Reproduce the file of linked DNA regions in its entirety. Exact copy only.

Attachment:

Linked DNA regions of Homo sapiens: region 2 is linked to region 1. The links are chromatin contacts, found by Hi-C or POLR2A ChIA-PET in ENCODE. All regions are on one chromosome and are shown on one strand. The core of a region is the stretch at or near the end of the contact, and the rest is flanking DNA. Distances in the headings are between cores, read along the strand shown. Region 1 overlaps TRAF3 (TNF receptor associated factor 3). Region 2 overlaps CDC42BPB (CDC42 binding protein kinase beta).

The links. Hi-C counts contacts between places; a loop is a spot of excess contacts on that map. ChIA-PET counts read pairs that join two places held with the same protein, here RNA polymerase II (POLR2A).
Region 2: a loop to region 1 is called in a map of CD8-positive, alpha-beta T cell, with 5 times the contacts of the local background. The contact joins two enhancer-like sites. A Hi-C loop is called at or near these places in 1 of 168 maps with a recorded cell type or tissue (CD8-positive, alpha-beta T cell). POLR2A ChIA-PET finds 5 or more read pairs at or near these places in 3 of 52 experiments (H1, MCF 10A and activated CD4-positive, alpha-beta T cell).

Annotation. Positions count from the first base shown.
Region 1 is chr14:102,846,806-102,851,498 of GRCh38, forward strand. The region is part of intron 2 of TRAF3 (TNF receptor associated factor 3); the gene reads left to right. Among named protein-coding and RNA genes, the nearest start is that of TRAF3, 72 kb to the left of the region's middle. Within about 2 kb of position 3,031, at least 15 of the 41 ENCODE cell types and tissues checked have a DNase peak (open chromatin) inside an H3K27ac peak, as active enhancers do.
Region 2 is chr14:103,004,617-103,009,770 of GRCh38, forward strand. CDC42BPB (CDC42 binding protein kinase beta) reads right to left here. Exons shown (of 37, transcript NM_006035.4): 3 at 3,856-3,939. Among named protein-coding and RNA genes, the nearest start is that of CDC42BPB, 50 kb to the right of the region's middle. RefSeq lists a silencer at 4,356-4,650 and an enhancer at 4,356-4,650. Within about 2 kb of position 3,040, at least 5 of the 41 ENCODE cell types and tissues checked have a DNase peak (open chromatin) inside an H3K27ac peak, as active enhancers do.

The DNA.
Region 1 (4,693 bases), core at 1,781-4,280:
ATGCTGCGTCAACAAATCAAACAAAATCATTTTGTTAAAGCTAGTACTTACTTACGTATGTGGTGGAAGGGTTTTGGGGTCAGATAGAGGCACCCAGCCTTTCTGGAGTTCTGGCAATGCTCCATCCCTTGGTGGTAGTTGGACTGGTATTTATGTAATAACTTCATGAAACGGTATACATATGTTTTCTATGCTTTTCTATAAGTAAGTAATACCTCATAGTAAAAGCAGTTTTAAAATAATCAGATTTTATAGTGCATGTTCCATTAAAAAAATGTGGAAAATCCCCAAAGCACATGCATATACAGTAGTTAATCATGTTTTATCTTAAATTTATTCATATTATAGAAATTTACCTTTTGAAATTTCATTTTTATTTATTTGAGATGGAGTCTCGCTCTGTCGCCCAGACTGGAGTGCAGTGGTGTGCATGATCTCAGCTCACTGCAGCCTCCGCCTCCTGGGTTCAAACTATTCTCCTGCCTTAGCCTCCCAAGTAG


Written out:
Linked DNA regions of Homo sapiens: region 2 is linked to region 1. The links are chromatin contacts, found by Hi-C or POLR2A ChIA-PET in ENCODE. All regions are on one chromosome and are shown on one strand. The core of a region is the stretch at or near the end of the contact, and the rest is flanking DNA. Distances in the headings are between cores, read along the strand shown. Region 1 overlaps TRAF3 (TNF receptor associated factor 3). Region 2 overlaps CDC42BPB (CDC42 binding protein kinase beta).

The links. Hi-C counts contacts between places; a loop is a spot of excess contacts on that map. ChIA-PET counts read pairs that join two places held with the same protein, here RNA polymerase II (POLR2A).
Region 2: a loop to region 1 is called in a map of CD8-positive, alpha-beta T cell, with 5 times the contacts of the local background. The contact joins two enhancer-like sites. A Hi-C loop is called at or near these places in 1 of 168 maps with a recorded cell type or tissue (CD8-positive, alpha-beta T cell). POLR2A ChIA-PET finds 5 or more read pairs at or near these places in 3 of 52 experiments (H1, MCF 10A and activated CD4-positive, alpha-beta T cell).

Annotation. Positions count from the first base shown.
Region 1 is chr14:102,846,806-102,851,498 of GRCh38, forward strand. The region is part of intron 2 of TRAF3 (TNF receptor associated factor 3); the gene reads left to right. Among named protein-coding and RNA genes, the nearest start is that of TRAF3, 72 kb to the left of the region's middle. Within about 2 kb of position 3,031, at least 15 of the 41 ENCODE cell types and tissues checked have a DNase peak (open chromatin) inside an H3K27ac peak, as active enhancers do.
Region 2 is chr14:103,004,617-103,009,770 of GRCh38, forward strand. CDC42BPB (CDC42 binding protein kinase beta) reads right to left here. Exons shown (of 37, transcript NM_006035.4): 3 at 3,856-3,939. Among named protein-coding and RNA genes, the nearest start is that of CDC42BPB, 50 kb to the right of the region's middle. RefSeq lists a silencer at 4,356-4,650 and an enhancer at 4,356-4,650. Within about 2 kb of position 3,040, at least 5 of the 41 ENCODE cell types and tissues checked have a DNase peak (open chromatin) inside an H3K27ac peak, as active enhancers do.

The DNA.
Region 1 (4,693 bases), core at 1,781-4,280:
ATGCTGCGTCAACAAATCAAACAAAATCATTTTGTTAAAGCTAGTACTTACTTACGTATGTGGTGGAAGGGTTTTGGGGTCAGATAGAGGCACCCAGCCTTTCTGGAGTTCTGGCAATGCTCCATCCCTTGGTGGTAGTTGGACTGGTATTTATGTAATAACTTCATGAAACGGTATACATATGTTTTCTATGCTTTTCTATAAGTAAGTAATACCTCATAGTAAAAGCAGTTTTAAAATAATCAGATTTTATAGTGCATGTTCCATTAAAAAAATGTGGAAAATCCCCAAAGCACATGCATATACAGTAGTTAATCATGTTTTATCTTAAATTTATTCATATTATAGAAATTTACCTTTTGAAATTTCATTTTTATTTATTTGAGATGGAGTCTCGCTCTGTCGCCCAGACTGGAGTGCAGTGGTGTGCATGATCTCAGCTCACTGCAGCCTCCGCCTCCTGGGTTCAAACTATTCTCCTGCCTTAGCCTCCCAAGTAG